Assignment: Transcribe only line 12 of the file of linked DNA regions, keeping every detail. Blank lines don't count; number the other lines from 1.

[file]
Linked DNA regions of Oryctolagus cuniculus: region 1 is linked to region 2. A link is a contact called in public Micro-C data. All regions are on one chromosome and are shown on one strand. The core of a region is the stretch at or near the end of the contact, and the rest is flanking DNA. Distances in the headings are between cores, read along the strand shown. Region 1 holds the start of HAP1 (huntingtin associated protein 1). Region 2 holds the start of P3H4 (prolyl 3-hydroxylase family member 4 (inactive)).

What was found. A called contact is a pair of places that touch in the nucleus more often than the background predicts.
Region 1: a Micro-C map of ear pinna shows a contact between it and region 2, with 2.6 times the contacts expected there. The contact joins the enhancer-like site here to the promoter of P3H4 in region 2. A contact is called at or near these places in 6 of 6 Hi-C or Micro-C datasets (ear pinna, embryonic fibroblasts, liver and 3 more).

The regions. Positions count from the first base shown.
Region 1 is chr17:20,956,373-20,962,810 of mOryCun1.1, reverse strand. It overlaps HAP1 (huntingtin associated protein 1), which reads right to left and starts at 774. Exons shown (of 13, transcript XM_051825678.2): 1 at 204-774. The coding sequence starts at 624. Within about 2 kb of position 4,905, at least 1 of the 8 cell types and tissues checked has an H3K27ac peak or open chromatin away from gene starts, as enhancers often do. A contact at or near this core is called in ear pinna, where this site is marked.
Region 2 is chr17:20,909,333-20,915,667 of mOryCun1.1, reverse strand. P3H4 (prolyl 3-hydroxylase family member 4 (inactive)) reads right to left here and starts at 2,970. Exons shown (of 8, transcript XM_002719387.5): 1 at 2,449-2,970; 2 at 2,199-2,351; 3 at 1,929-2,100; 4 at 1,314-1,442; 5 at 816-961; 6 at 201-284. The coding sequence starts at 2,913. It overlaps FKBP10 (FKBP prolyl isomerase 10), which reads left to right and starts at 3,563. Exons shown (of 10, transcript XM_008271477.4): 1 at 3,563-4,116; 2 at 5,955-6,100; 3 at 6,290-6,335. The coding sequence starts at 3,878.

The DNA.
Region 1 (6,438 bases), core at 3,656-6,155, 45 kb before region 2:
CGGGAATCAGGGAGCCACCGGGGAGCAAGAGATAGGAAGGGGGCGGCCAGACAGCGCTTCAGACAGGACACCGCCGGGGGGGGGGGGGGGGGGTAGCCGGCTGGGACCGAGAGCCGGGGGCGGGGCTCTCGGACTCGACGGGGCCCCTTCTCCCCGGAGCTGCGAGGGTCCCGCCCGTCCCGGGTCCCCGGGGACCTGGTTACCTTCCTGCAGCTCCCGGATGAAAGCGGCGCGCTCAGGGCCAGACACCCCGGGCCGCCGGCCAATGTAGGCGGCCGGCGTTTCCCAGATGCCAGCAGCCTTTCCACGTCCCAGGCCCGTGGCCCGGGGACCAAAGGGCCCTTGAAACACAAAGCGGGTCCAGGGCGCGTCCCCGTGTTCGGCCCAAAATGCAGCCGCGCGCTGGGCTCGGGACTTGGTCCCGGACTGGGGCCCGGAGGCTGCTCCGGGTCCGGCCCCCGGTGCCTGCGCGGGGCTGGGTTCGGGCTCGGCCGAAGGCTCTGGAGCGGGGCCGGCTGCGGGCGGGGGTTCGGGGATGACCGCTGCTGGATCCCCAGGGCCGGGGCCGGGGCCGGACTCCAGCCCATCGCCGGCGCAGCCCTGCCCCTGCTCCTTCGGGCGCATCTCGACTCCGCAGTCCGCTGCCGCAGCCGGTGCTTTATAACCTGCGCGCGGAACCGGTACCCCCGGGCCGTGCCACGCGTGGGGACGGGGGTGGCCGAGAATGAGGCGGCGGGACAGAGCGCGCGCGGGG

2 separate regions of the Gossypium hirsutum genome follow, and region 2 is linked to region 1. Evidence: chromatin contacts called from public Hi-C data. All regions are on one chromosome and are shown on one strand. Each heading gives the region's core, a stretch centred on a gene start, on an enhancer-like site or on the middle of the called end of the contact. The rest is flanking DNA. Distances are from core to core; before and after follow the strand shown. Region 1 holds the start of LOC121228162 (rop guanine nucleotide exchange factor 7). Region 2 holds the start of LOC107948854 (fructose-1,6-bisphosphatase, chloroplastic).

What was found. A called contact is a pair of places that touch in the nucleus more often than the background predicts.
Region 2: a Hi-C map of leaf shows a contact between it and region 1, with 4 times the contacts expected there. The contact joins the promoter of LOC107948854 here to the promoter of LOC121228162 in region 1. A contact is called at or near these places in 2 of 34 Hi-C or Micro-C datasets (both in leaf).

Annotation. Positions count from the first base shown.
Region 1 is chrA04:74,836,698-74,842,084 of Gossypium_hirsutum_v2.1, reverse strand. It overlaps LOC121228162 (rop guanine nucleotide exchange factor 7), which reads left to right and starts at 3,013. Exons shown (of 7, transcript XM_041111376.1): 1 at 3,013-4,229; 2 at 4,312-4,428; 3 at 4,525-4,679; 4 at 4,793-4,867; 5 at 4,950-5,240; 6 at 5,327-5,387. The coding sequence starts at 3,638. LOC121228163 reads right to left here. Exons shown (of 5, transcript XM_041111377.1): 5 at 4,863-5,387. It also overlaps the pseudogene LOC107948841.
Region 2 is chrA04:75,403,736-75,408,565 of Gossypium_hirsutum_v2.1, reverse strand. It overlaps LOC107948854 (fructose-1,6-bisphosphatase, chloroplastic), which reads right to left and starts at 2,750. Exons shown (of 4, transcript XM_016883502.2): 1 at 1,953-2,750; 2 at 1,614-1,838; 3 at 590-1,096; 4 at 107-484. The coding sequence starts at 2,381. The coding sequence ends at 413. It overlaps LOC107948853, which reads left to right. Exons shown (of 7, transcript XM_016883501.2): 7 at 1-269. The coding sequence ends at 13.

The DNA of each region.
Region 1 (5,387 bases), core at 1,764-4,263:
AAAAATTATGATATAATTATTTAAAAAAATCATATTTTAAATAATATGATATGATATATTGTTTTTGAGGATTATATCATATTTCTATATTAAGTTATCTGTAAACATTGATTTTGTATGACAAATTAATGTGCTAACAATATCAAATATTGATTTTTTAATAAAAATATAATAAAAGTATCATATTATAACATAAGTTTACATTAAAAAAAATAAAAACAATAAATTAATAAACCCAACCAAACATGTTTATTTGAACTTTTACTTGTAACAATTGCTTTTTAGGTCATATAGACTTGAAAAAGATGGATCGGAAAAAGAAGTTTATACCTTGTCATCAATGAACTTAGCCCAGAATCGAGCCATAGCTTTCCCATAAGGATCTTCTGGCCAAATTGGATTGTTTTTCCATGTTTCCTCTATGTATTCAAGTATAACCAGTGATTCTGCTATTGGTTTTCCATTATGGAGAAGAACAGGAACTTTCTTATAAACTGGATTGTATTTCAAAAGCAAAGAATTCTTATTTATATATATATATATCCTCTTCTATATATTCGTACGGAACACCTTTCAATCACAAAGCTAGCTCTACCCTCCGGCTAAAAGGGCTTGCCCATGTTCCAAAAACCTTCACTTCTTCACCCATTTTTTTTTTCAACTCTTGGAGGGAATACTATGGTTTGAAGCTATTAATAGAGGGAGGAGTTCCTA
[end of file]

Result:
Region 2: a Hi-C map of leaf shows a contact between it and region 1, with 4 times the contacts expected there. The contact joins the promoter of LOC107948854 here to the promoter of LOC121228162 in region 1. A contact is called at or near these places in 2 of 34 Hi-C or Micro-C datasets (both in leaf).